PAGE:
The Mason City Globe-Gazette from Mason City, Iowa on February 25, 1936 · Page 8
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February 25, 1936

The Mason City Globe-Gazette from Mason City, Iowa · Page 8

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Mason City, Iowa
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Tuesday, February 25, 1936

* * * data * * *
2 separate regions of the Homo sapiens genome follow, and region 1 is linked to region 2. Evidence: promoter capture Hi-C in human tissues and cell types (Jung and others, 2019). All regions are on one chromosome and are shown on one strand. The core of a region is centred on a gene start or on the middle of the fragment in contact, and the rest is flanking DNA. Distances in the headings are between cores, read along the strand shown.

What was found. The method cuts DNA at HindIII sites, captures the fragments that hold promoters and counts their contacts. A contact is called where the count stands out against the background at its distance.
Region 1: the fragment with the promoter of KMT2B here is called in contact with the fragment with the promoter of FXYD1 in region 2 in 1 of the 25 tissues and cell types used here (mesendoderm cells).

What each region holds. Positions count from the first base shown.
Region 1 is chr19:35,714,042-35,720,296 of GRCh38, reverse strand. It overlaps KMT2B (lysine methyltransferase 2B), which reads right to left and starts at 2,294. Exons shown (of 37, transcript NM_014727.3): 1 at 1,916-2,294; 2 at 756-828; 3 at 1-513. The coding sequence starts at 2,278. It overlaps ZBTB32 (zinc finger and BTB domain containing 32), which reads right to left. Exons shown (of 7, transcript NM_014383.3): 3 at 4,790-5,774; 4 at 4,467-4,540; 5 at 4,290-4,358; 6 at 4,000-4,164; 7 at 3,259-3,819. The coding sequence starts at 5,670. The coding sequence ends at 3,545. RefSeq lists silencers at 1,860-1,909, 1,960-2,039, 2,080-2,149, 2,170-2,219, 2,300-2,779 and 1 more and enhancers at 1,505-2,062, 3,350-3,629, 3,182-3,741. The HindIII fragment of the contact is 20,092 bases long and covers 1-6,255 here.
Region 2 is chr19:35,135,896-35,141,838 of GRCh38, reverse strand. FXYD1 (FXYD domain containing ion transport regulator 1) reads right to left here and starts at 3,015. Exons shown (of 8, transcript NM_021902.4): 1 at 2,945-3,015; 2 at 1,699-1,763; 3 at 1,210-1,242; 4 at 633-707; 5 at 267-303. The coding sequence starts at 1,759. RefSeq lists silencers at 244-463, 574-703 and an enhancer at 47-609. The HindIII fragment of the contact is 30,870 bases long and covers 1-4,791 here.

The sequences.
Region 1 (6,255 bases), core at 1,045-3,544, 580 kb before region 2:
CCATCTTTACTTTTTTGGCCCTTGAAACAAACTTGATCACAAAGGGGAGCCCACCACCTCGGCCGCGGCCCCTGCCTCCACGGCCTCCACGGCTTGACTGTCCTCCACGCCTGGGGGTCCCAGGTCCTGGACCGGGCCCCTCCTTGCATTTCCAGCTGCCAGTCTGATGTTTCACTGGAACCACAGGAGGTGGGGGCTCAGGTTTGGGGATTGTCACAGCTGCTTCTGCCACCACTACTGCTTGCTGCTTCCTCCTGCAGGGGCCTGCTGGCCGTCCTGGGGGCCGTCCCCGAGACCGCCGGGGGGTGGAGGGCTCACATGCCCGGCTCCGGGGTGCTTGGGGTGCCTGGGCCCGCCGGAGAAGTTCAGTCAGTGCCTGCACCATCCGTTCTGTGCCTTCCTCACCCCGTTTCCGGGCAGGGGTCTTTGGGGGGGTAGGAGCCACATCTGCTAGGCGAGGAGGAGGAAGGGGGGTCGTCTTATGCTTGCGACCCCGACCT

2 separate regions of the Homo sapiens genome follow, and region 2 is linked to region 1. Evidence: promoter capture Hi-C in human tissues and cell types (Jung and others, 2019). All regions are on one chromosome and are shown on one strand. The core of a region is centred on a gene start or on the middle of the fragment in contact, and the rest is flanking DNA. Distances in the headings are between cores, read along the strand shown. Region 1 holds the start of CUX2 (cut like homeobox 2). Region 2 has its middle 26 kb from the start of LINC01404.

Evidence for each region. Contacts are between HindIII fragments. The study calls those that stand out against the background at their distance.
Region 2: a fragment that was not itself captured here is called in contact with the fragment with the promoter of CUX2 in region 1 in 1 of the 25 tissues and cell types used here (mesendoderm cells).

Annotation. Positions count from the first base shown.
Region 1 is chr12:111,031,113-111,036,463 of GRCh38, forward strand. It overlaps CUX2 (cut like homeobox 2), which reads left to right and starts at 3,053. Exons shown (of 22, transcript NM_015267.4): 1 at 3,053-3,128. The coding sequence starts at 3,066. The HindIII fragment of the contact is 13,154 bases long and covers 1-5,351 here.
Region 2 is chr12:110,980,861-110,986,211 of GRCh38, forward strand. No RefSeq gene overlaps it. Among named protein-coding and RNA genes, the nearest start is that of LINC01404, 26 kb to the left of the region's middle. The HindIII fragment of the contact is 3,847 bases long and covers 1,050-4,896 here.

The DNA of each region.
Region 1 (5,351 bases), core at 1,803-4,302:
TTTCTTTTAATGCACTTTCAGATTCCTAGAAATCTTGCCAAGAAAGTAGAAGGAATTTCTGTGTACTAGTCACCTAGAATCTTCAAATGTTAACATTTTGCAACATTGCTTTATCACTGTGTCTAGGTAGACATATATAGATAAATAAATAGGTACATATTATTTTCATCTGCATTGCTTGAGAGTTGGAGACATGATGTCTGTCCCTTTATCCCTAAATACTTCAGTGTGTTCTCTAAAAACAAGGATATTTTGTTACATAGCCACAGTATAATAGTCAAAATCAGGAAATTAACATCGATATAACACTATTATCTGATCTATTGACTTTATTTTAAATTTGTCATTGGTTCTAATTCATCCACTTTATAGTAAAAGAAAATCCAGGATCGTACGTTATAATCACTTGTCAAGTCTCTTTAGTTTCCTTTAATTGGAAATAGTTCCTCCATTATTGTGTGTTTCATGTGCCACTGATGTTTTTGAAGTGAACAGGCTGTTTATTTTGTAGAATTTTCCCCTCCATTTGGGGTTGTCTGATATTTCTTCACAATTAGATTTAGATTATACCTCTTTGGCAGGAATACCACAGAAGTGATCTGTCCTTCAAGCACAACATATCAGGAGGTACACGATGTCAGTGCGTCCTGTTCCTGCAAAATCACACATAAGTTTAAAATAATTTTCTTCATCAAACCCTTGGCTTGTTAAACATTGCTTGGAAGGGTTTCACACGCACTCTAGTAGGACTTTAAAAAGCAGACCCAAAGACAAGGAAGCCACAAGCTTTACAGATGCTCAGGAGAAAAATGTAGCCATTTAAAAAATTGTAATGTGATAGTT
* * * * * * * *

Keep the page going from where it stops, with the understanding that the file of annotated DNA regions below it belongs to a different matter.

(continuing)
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EIGHT MASON CITY GLOBE-GAZETTE, FEBRUARY 25 J| 1936 1 Mason City's Calendar Feb. 25--Cerro Gordo Young Demo, cratic club dance at Denison clubhouse. Feb. 26-29 --State Junior college basketball tournament at high school gymnasium. Feb. 28--Special U. C. T. teamwork membership meeting, hotel Eadmar. March S--Competitive vaudeville, 8 o'clock, high school auditorium. March 9--School election. Here In Mason City Koads open to Ritz Hotel. Dine and Dance. Music every nite. See the P. G. and B. offer on Better Light floor lamps on page 5. The Rev. Alexander S. Carlson, the Rev. William Galbreth, the Rev. H. C. Brunemeier and the Rev. David L. Kratz returned Tuesday morning from Des- Moines where they went to hear Kagawa, Japanese religious leader, .Monday evening. Civic Orchestra rehearsal Wednesday, 7:30. The Rev. O. Mall, pastor of St. St. James Lutheran church, left ·Tuesday for St. Paul to attend a committee meeting on elementary Christian education. Mr. Mall was chosen as a representative of the Northeastern Iowa conference on the -education committee. Thomas B. Connor of the People's Gas and Electric company will give a lecture and demonstration on first-aid Wdnesday evening at 8 o'clock at the armory for F company of the Iowa national guard. AH guardsmen, as well as the public in general, have been invited to attend. NOTICE High school orchestra concert tonight (Tuesday), 8 p. m., H. S. Aud. Adults 25c, under 12, 15c. POLITICAL ANNOUNCEMENT FOR COUNTY SHERIFF I hereby announce myself as a candidate for County Sheriff of Cerro Gordo County on the Republican Ticket, subject to the decision of the Voters in the June, 1936, Primaries. WALTER D. CONN POLITICAL ANNOUNCEMENT FOR COUNTY SHERIFF I hereby announce my candidacy for the republican nomination for sheriff of Cerro Gordo County, subject to the will of the voters in the Primary Election next June. JAMES C. BUCHANAN AT THE HOSPITALS Mrs. A. M. Peterson, Titonka, was admitted to the Park hospital Monday for a minor operation. Mrs. Tommy Evans, Joice, was admitted to the Park hospital Monday for examination. Mrs. Ed Yezek and infant son, 1430 Fourth street southeast, were dismissed from the Mercy hospital Monday. Mrs. I. J. Brenner, Hotel Hanford, was admitted to the Park hospital Monday for treatment. Mrs. Charles Cady, 114% South Federal avenue, was admitted 'to the Mercy hospital Monday for treatment. Clifford Bankes, No. 42, Lehigh, was admitted to the Park hospital Monday for a major operation. Mrs. Frank Tickal, 835 Fifth street southwest, was admitted to the Mercy hospital Monday for a major operation. L. O. Knudson, Manly, was admitted to the Park hospital Monday for a minor operation. Marie O'Banion, 211 Fourth street southwest, was dismissed from the Park hospital Monday following treatment. A daughter weighing 7 pounds 10 ounces was born to Mr. and Mrs. Ernest Olson, 303 Twentieth street southeast, at the Park hospital Monday. Will Observe Day of Prayer. LIME SPRINGS--The World's Day of Prayer will be observed in a joint service at the Presbyterian church Friday afternoon. The ladies of the M. E. church have beea invited to attend and a quartet from the latter 'will furnish appropriate numbers. COMPLETE Speedometer and Wiper CentralAutoElectricCo. Central Battery Electric Co. New Address--Next to Fire Station GUARANTEED Fireside Fuels Will Give You « MORE HEAT! · LESS ASH! « REAL ECONOMY! FUEL CO. Phone 888 CHRISTMAS SEAL SALE BROUGHT $1,375 IN GOUNT^S YEAR'S PROGRAM TO BE PLANNED BY ASSOCIATION Clinics Held in Mason City But Not in Rural Sections Because of Weather. The executive committee of the Cerro Gordo County Tuiberculosis association at a special meeting held at the city hall Monday evening reviewed the results of the Christmas seal sale and mads plans for the presentation of a program at the annual meeting of the organ- iation to be held soon. The meeting: was attended by Miss Marguerite Pfeffer, Des Moines, field representative of the state association, who reviewed the educational work of the state and national associations and described the programs carried on by various local units. Reports on Sales. Leo Sweesy, who was general chairman for the seal sales, reported a total of $1,375 compared to $1,496 last year. There were still sume .rural teachers to hear from and some seal letters not returned, he said. While the total for the campaign was not quite up to that of last year, there was a slight gain made in the rural districts, Mr. Sweesy reported. Miss Edith May, public health nurse, reported a total clinical registration of 27, with 15 x-rays paid for by the associsiti^*"- Four active cases of tuberculosis have been found, Miss May stated. Clinics Held. Clinics have been held monthly in Mason City, but were discontinued in the rural districts because of roads and weather conditions, she said. A detailed program for the coming year, including recommendations made by Mr. Sweesy for the conduct of the next seal sale, will be presented at the annual meeting. Announcement was made of the state meeting to be held at Fort Dodge March IS and 19. W. R. Hamilton, president of the Cerro Gordo association, has been invited to appear on the program of this convention. -Federal Income Tax- CAPITAL GAINS AND LOSSES N0.17 Section 117 of the Revenue Act of 1934 deals with the manner or method of taking into account in computing net income gains and losses from the sale or exchange of capital assets as computed and recognized under sections 111, 112, and 113. Section 117 (a) provides that in the case of a taxpayer other than a corporation only the following percentages of the gain or loss recognized upon the sale or exchange of a capital asset shall be taken into account in computing net income: 100 per cent if the capital asset has been held for not more than one year; 80 per cent if the capital asset has been held for more than 1 year but not more than 2 years; 60 per cent if the capital asset has been held for more than 2 years but not more than 5 years; 40 per cent if the capital asset has been held for more than 5 years but not for more than 10 years; 30 per cent if the capital asset has been held for more than 10 years. Defines Assets. , Section 117 (b) defines capital assets as property held by the taxpayer (whether or not connected with his trade or business), but does not include stock in trade of the taxpayer or other property of a kind which would properly be included in the inventory of the taxpayer if on hand at the close of the taxable year, or property held by the taxpayer primarily for sale to customers in the ordinary course of his trade or business. In this definition the length of time the asset was held by the taxpayer is disregarded. Section 117-(c) provides the rules for determining the period for which a capital asset has been held and is similar to the provisions of section 101 (c) (8) of the Revenue Act of 1932. These provisions are in general to the effect that, where property is acquired in an exchange and the property so acquired reains the old basis on which to compute gain or loss or where proprty is acquired from another person and the property retains the same basis on which to compute gain or loss as it had in the hands of the person from whom it was so acquired, the period for which the property disposed of in the exchange or the period during which the property was held by such former owner is also to be included in determining the period for which the property is held for the purpose of section 117 (a). Provides Limitation. Section 117 (d) provides a very important limitation affecting all taxpayers (including corporations, except with respect to banks and trust companies), that is, that losses from sales or exchanges of capital assets shall be allowed only to the extent of $2,000 plus the gains from such sales or exchanges. Section 117 (e) provides that gains or losses from "short sales" of property, and gains or losses attributable to the failure to exercise privileges or options to buy or sell property, shall be considered as gains or losses from sales or exchanges of capital assets. J. C.Buchanan Candidate for Sheriff Nomination Served 30 Years as Law Enforcement Officer. J. C. Buchanan, who has been.a. [aw enforcement officer in Mason City and Cerro Gordo county for the past 30 years, Tuesday made -he formal announcement of his candidacy for the republican nomination for sheriff of Cerro Gordo county. His nomination papers have seen in circulation for some time in downtown establishments. Mr. Buchanan served as deputy sheriff from 1907 to 1913 under Sheriff W. A. Holdren. The remainder of the last 30 years have been spent largely in the Mason City police department, in which he has been engaged in various types of work. At present he is doing detective work. Mr. Buchanan has been a resident of Mason City for the past 40 years. His announcement raises the number of candidates for the office of sheriff to five. Harry Sondergaard and Walter D. Conn are other candidates for the republican nomina-*- lion and Cal Dwan and Tim Phalen ' for the democratic nomination. J. C. BUCHANAN JUNIOR CHAMBER PLANS TOURNEY Bowling in 3 Classes to Be Held; Group Hears Talk by Douglas. Plans for a bowling tournament and social meeting for members of the junior division of the Chamber of Commerce were announced at a meeting Monday night in Hotel Hanford. The group will take over the Stoddard alleys Thursday, March 3, this session to take the place of the regularly scheduled March 9 meeting. Bowlers will compete in three classes, good, medium and those who have never bowled before, prizes to be awarded in each class. Roger L/y- ons, chairman of the bowling committee, announced that light refreshments will be served during the evening. The feature of the program was a lecture by Frank P. Douglas on the great Klondike Gold rush. He ex- libited snowshoes, gold dust, skins and other articles of special Interest in the north. Dr. J. B. Houlahan was welcomed as a new member. IOWA GETS U.S, PENSION FUNDS 6,000 Aged Will Be Added to 17,000 Receiving Aid From State. DES MOINES, (M--Gov. Clyde Herring Tuesday announced receipt by the stat.e government of a $548,100 cheek from the National Social Security board for' Iowa old age pension assistance in February and March. The amount from the federal government will add 6,000 persons to the 17,000 now receiving old age assistance checks from the state government in Iowa, the governor said. "And I was glad to note that Iowa not only received the first federal ..government check for this purpose but also the largest," the governor said in making, the announcement. $"50,000 a Quarter. After March the state will receive $750,000 a quarter from the federal government, making a total of $3,000,000 to match dollar- for-dollar the state's old age assistance fund. The letter from the social security board showed federal checks were written for Iowa and two other states within 48 hours after the president signed the bill granting the appropriation. Alabama received $105,000 and Delaware $33,075 as compared with Iowa's $548,100 check. Among the 18 states whose old age assistance programs were approved as eligible for federal aid, Iowa wag granted the largest amount. Washington, with $420,000, was second, and Wisconsin with $393,756 was third. Checks Made Out. Byron G. Allen, superintendent of the state old age pension department, said checks already have been made out for the 6,000 new pensioners and will be placed in the mails promptly. The checks to be sent out to those added will be retroactive to Feb. 1, he explained, and the new pensioners, therefore, will receive the full amount for February. He estimated that with the federal funds available there will be 25,000 persons receiving the old age assistance in Iowa by March 1 and 30,000 by April 1. YOUR IOWA INCOME TAX Prepared for Iowa Daily Press Association by State Board of Assessment and Review. EXEMPTION DATES The personal exemption allowed a taxpayer by the Iowa act, in case the status of the taxpayer changes during the taxable year, will be prorated according to the period during which the taxpayer occupies each status. The exemption for any taxable year in such a case will thus be the sum of (1) an amount which bears the same ratio to $6 as the number of months the taxpayer was unmarried (or if married was not living with husband or wife) bears to twelve months, plus (2) an amount which bears the same ratio to $12 as the number of months during which the taxpayer was. a married person living with husband or wife (or was the head of a family) bears to twelve months. The dependency credit of $2 will be similarly apportioned in the event of a change during the taxable year affecting such credit. ' · . . . . . . . On Fractional Month. . A fractional part of a month will be d i s r e g a r d e d unless it amounts to more than half a mouth, in which case it will be considered to be a month. In no'case will personal exemption be allowed in excess of $12. I f ' a n individual dies during the taxable year, his executor, administrator, or personal representative, in making a return in his behalf, is entitled to claim a proportionate part of the personal exemption to which he would have been- entitled for the full year, if living. In a case where a surviving spouse would file a separate return, only a proportionate part of half of the personal exemption of husband and wife would be deductible from tie tax of the deceased. Is Proportionate Tart. However, if the surviving spouse makes a return for the period following the death of the decedent, the personal exemption will be a proportionate part of the exemption allowed a single person or a head of family, as the case may be. In the cease of a return by a fiduciary for an estate or trust, the personal exemption allowed will be divided as in the case of any other return for less than a full year. Local Townsend Plan Leaders See Larger Clubs After Probe Carl Ingram. Mason City evangelist, spoke of the Townsend plan as one of special interest to youth in an address before the local club No. 1 at the P. G. and E. auditorium Monday night. The plan would make it possible for everyone to benefit from this land of plenty, he said. Lloyd Smith, Forest City, and Verne Mettler, Mason City, touched on the investigation now taking place in Washington, voicing the opinion that this would eventually lead to bigger and better clubs than ever. Bob Burton and "Red" Sloan staged a minstrel skit and Ed Miller, Betty Davis and William Davis, a dialog on "Past, Present and Future." Mr. Smith and A. L. Sherin left Tuesday morning for Des Moines to attend an area Townsend plan meeting. Moving to Burt. STTLSON--Vic Applegate is moving to Burt on a farm. School at Joice Will Reopen on Wednesday JOICE--The local school will open again Wednesday, after being closed a week. Classes were not to be resumed until Monday, March 2, but favorable weather and a replenished fuel supply for the town permits reopening. MILDER WEATHER BRINGS INCREASE IN ADULT SCHOOL Variety of Subjects Being Offered in Special Classes. With milder weather increased attendance is expected at the adult educational classes at the various :ity schools. Classes in economics and public speaking under Harvey Moule meet of an evening usually at the Y. M. C. A. or Lincoln school. Sando VIonteon, the supervisor of the abor-economic and language group lolds classes almost daily at the Y. M. C. A. or Lincoln school. This is an opportunity for Mason Cityans lo avail themselves of the opportunity to study these subjects under teachers who are regarded as experts in their lines. Miss Opal Utter, supervisor of the citizenship division stales there is still time to join the classes and obtain help in procuring citizenship papers. She urges regular attendance at these classes so that students may obtain their diplomas. These diplomas are to be awarded through the co-operation of Judges M H. Kepler and M. F. Edwards, Siipt R. B. Irons and the examiner for this district. Miss Hazel Percy assists Miss Utter in these classes. For additional information on this call, 1517J or 1642. The sewing and craft classes will resume their regular meetings with the following change: The class which previously met at McKinley school Monday afternoons and Tuesday evenings will meet once a week only and then on Tuesday afternoons from 1 to 5 p. m. Other classes will be conducted as heretofore. Help will be given in cutting, fitting, remodeling, buttonholes, finishing and buying as well as individual problems: Pupils can obtain help with menus, food problems and any homemaking problems. Mrs. Helene Amling who is su pervisor of this homemaking group also conducts a class in parliamentary law which is open to all. This group is also changing its meeting night and place to Tuesday evenings from 7:30 till 9 P- m. at the assembly room at the public library. It is stressed that all classes are open at this time to new membership. For. other classes .call Mrs. Amling at 1752LJ. MRSJARSDEN, 61, SUCCUMBS Funeral Services for Manly Resident to Be Held Thursday. Mrs. Loas Marsden, 61, Manly, died at a Mason City hospital Monday afternoon following an illness of about a week. She was born at Scott, Wia, Mar. 5, 1874. Surviving Mrs. Marsden are her husband, W. H. Marsden, Manly; three .daughters, Mrs. Stanley Hanks, Mason City; Mrs. R, G. Norris, Mason City, Wash.; and Mrs. Victor Purington, Mason City; and three sons, Arthur Collins, Madison, Wis.; Delos Collins, Independence, and Olin Collins, Merced, Cal.; and three grandchildren, Lois and Billy Hanks, Mason City; and Jean Collins, Madison, Wis. Mrs. Marsden's mother, Mrs. Minnie Dilley, Excellsior, .Wis., and former husband, Tom Collins, Tevera, Wis., also survive. A sister, Mrs. Lee Aldrich, Hankson, S. Dak., and seven brothers, William and Byron Dilley, Spokane, Wash.; Olin Dilley, Merced, Cal.; Leslie Dilley, Kansas City; Logan Dilley, Beloit, Wis.; and Myron and Malcolm Dilley, Excelsior, Wis.; also survive. Funeral services will be held on Thursday afternoon at 2 o'clock at the Patterson funeral home, with the Rev. David L. Kratz, pastor of the Church of Christ in charge of services. Burial will be at Elmwood cemetery. The body was taken to the Patterson funeral home. Many who s u f f e r from rectal t ro ubles w o u l d quickly seek relief II they but knew or were familiar with modern rectal office methods. Modern rectal office practice cuts the cost, does not cause confinement, 1$ painless, efficient and satisfactory. Dr. R. W. Shultz, D. 0, 218-319-220 First National Bank Building Two Auto Accidents Reported in One-Way Traffic Cut in Snow Two accidents were reported at the cut through snow on North Federal avenue at the intersection of Twenty-fifth street. A car driven by Arvid Eames, Forest City, collided with a car driven by William Martin, Mason City, in a place where there is but one-way traffic due to high snow- )anks on each side. A car driven by Roger Downing, 1146 Bast State street, collided with a car driven by Lois Reindal, Manly, at the same place. Both accidents occurred Sunday evening. Vlid-Week Services at Congregational Church Will Start Wednesday The first of a series of mid-week Lenten services will be held Wednesday evening at the Congregational church. The general theme of the series is: "Questions Folks Are Asking About Religion." The question for this week is: "Of What Use Is Religion?" Supper will be served by the first alphabetical third of of the church membership in charge of Mrs. R. L. Baileyr Guests are asked to make reservations with Mrs. R. F. Clough. Supper will be served at 6:30 o'clock, followed by services, which will be over by 8 o'clock. The sessions are open to the public. Most of Bus Drivers at Fertile Still Use Sleds FERTILE--The Fertile consolidated school opened Monday with a fair attendance, the weather being fine but all roads are not open yet after the terrible storms. Most of the bus drivers are using teams and sleds. Mrs. Huff m. SEXTON--Mrs Mary Huff was taken seriously ill Saturday with an attack of gall stones. DIXIE BLOCK COAL $6.50 Per Ton Exclusive but NOT Expensive. Call us for prices of other Coal. Dixie Block Coal Co. Phone K15 526 Second St. N. W. Service Genuine Carter and Stromberg Parts Battery and Electric Service 110 S. Delaware Phone 319 ANNUAL BUILDING SHOW POSTPONED TO APRIL 14-1.6 Difficulty in Getting Early Shipment of Materials Cause of Change. Postponement of the Building and Home furnishings show from March has been made to April 14, 15, and 16, it was announced. It will be held in the high school under the same plan as in previous years. Announcing of a later date was made because some of the exhibitors had difficulty irt getting materials and it was.felt that because of the late spring an April date would be more satisfactory. ·' Many firms and organizations have already reserved space and three are attempting to get more space than last year. Townsend Club No. 2 Plans Mass Meeting A meeting of Townsend elub 2 will be held at the Y. M. C. A.' Wednesday evening at 7:30 o'clock to make plans for a mass meeting of Townsend plan supporters to be held Sunday, March 1. This mass meeting will be addressed by B. J. Beardsley, Des Moines, who succeeded C. O. Crowningshield ,ag Iowa manager. ' TO BUYERS of PRINTING in Mason City-- Does the continued patronage and friendship of nearly 500 individuals with an annual purchasing power in excess of $250,000 interest you? Members of the Allied Printing Trades Council, their co-workers and families, earn and spend this amount in Mason City each year. You are assured of additional business from these individuals by patronizing any printing concern listed herein, and requesting that the union label be used on your printing. It costs you nothing extra and it identifies your printing as a Mason City product. Increase your own business by keeping us employed. Buy printing at home. Mason City Allied Printing Trades Council SYMBOLS OF UNION PRINTING The follmvlnic Jims win [nrnl«h the Ijnlon l.nlf! on your ITintlns: CKNTRAI, SHOW PRINT CRESCE.NT HUNTING CO. F. W. EGGERS COMPANY KI.IPTO LOOSE LEAF CO. .MASON CUT GLOBE-GAZETTE · SOCIETY BRAND CLOTHES · In Appreciation of Our Railroads It certainly is appropriate at this time to give thought to the efficient manner in which the Railroads served our community during Iowa's 1936 winter, claimed to be the worst in 117 years. Our Railroads, battling extremely cold weather from January 20 to February 19 with minimum temperatures ranging from 3 above zero to 29 below, and snow and wind causing the tallest drifts known in North Iowa in modern times, still worked and fought to maintain normal service. 1936 will be remembered as a vicious, a baffling winter--and January 20 to February 19 the coldest month ever recorded in Mason City. And yet, except for just a moment, it seems, our great Railroads served our community day and night. They toiled and fought sub-zero temperatures, destructive winds and mountain-like snow banks in order to carry the mail, haul the freight in and out of this community, deliver express packages, and to preserve passenger service. S It seems to us that our Railroads made a remarkable and almost unbelievable record during the' dreadful winter which ended last week. We sincerely believe that no group of people ever worked harder to give normal service, than did the Railroad personnel. Surely they deserve a lot of credit for the wonderful service--almost unbroken--during a winter which will go down in history, and will be talked about for years and years to come. So, we sincerely congratulate each and every Railroad officer and em- ploye--for his determination, for his untiring efforts, and for his loyalty to his company's ideal. And we're happy to say /'Hats Off to the Railroads." OUAUTV · J f R V l C t ABEL SO AT NUMBER SEVEN SOUTH FtDEKAl Ht V t